Untargeted metabolomics is a powerful tool with high resolution and the capability to characterize a wide range of bioactive natural products from fruit and vegetable by-products (FVB). Thus, this approach was applied in the study to evaluate the phenolic compounds (PC) by metabolomic screening in five FVB after optimizing their extraction. The total phenolic content and antioxidant activity analyses were able to select the best extractor (SM) and ultrasonication time (US) for each FVB; methanol was used as a control. Although ultrasonication yielded a lower number of PC identifications (84 PC), the US extract was the most efficient in total ionic abundance (+21% and +29% compared to the total PC and SM extracts, respectively). Ultrasonication also increased the phenolic acid (+38%) and flavonoid classes (+19%) extracted compared to SM, while the multivariate analyses showed the control as the most dissimilar sample. FVB extracted from the same parts of the vegetable/fruit showed similarities and papaya seed presented the most atypical profile. The application of the metabolomics approach increased the knowledge of the bioactive potential of the evaluated residues and possibilities of exploring and valorizing the generated extracts. Full article
(This article belongs to the Special Issue Proteomics and Metabolomics Studies of Food Plants)
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18 pages, 2592 KiB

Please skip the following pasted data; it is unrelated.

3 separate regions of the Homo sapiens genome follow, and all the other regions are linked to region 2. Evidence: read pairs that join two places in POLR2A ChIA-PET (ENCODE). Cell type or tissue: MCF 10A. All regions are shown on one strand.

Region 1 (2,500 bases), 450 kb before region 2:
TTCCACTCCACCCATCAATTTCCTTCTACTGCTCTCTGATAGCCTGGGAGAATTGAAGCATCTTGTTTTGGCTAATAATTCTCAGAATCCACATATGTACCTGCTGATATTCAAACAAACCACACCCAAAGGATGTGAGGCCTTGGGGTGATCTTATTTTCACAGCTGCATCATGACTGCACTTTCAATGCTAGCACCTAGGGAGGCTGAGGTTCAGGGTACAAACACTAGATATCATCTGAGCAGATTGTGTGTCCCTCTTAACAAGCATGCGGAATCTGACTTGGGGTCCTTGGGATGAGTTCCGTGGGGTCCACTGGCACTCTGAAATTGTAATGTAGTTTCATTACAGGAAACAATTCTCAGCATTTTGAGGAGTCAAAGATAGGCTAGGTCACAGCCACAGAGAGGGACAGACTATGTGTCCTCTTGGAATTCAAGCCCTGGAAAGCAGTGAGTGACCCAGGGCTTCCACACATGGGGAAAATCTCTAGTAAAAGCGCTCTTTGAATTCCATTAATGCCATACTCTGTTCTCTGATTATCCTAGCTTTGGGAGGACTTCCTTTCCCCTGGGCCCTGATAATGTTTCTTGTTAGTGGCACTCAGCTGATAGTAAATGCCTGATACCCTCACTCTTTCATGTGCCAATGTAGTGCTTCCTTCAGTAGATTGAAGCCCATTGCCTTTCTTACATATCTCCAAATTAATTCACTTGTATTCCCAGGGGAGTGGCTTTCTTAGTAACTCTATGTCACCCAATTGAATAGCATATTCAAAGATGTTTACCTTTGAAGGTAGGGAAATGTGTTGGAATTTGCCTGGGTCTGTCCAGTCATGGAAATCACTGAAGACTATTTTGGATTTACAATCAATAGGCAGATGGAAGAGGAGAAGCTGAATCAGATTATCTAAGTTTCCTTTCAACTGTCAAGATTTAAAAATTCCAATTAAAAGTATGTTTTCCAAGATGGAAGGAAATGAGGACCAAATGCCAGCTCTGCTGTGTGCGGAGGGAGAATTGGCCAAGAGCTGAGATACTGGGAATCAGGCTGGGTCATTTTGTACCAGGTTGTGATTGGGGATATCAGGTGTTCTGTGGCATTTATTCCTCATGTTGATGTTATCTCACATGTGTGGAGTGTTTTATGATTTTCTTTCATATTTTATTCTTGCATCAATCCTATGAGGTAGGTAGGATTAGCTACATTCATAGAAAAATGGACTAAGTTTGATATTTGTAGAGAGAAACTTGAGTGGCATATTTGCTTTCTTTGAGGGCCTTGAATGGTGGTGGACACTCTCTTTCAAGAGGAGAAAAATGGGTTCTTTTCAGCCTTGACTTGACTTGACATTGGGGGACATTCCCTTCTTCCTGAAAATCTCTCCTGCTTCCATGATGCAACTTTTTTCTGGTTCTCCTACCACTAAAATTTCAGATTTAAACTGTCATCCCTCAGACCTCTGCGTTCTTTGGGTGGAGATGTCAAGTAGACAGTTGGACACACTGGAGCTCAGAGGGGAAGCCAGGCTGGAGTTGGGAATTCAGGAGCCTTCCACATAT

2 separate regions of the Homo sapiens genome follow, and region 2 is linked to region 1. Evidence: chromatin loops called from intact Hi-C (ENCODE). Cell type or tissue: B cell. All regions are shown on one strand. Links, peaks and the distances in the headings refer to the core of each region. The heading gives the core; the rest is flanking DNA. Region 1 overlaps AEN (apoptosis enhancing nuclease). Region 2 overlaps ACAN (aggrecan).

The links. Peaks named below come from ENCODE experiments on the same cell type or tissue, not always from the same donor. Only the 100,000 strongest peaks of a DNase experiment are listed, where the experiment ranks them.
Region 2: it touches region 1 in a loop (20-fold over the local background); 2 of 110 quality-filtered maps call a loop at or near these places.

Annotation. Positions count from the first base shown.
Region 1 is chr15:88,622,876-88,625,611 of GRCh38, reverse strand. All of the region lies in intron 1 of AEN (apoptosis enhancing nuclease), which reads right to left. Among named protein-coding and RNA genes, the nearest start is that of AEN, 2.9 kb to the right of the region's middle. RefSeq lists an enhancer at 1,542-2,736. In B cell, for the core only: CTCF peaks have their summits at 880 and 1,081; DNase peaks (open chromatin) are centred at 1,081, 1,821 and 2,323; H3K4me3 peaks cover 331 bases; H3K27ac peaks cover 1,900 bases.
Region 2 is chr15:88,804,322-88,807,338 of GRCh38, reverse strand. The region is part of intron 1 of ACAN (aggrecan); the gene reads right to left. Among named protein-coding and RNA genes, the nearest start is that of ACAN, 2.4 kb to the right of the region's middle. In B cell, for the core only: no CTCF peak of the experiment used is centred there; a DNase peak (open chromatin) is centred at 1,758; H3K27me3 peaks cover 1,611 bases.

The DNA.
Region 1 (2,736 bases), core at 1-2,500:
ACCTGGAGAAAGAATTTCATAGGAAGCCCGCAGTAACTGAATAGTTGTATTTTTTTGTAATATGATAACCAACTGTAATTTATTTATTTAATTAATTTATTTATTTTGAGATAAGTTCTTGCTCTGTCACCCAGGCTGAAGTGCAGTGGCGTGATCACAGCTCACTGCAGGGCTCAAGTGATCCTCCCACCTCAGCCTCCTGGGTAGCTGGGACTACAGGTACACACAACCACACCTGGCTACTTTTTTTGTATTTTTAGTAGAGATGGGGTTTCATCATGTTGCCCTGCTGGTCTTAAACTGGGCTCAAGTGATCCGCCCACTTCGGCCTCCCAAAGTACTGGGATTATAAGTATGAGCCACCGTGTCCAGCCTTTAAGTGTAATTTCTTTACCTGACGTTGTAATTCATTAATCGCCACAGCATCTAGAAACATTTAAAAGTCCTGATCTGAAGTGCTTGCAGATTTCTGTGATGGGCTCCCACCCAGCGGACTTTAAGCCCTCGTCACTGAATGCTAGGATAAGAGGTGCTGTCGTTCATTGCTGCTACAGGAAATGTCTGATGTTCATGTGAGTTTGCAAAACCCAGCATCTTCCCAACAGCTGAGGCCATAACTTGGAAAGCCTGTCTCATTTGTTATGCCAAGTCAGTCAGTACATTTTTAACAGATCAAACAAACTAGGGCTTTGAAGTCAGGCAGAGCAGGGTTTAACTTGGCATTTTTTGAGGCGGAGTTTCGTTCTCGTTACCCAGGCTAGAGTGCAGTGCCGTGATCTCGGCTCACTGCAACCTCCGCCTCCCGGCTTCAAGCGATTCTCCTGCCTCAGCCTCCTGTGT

Article
Antioxidant Capacity, Antitumor Activity and Metabolomic Profile of a Beetroot Peel Flour
by Pedro Paulo Saldanha Coimbra, Anna Carolina Alves Gomes da Silva-e-Silva, Ananda da Silva Antonio, Henrique Marcelo Gualberto Pereira, Valdir Florêncio da Veiga-Junior, Israel Felzenszwalb, Carlos Fernando Araujo-Lima and Anderson Junger Teodoro
Metabolites 2023, 13(2), 277; https://doi.org/10.3390/metabo13020277 - 14 Feb 2023
Cited by 2 | Viewed by 1991
Abstract
In this study, a beetroot peel flour was made, and its in vitro antioxidant activity was determined in aqueous (BPFw) and ethanolic (BPFe) extracts. The influence of BPFw on breast cancer cell viability was also determined. A targeted betalain profile was obtained using [...] Read more.
In this study, a beetroot peel flour was made, and its in vitro antioxidant activity was determined in aqueous (BPFw) and ethanolic (BPFe) extracts. The influence of BPFw on breast cancer cell viability was also determined. A targeted betalain profile was obtained using high-resolution Q-Extractive Plus Orbitrap mass spectrometry (Obrtitrap-HRMS) alongside untargeted chemical profiling of BPFw using Ultra-High-Performance Liquid Chromatography with High-Resolution Mass Spectrometry (UHPLC-HRMS). BPFw and BPFe presented satisfactory antioxidant activities, with emphasis on the total phenolic compounds and ORAC results for BPFw (301.64 ± 0.20 mg GAE/100 g and 3032.78 ± 55.00 µmol T/100 g, respectively). The MCF-7 and MDA-MB-231 breast cancer cells presented reductions in viability when treated with BPFw, showing dose-dependent behavior, with MDA-MB-231 also showing time-dependent behavior. The chemical profiling of BPFw led to the identification of 9 betalains and 59 other compounds distributed amongst 28 chemical classes, with flavonoids and their derivates and coumarins being the most abundant. Three forms of betalain generated via thermal degradation were identified. However, regardless of thermal processing, the BPF still presented satisfactory antioxidant and anticancer activities, possibly due to synergism with other identified molecules with reported anticancer activities via different metabolic pathways. Full article
(This article belongs to the Special Issue Proteomics and Metabolomics Studies of Food Plants)
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11 pages, 1525 KiB  
Article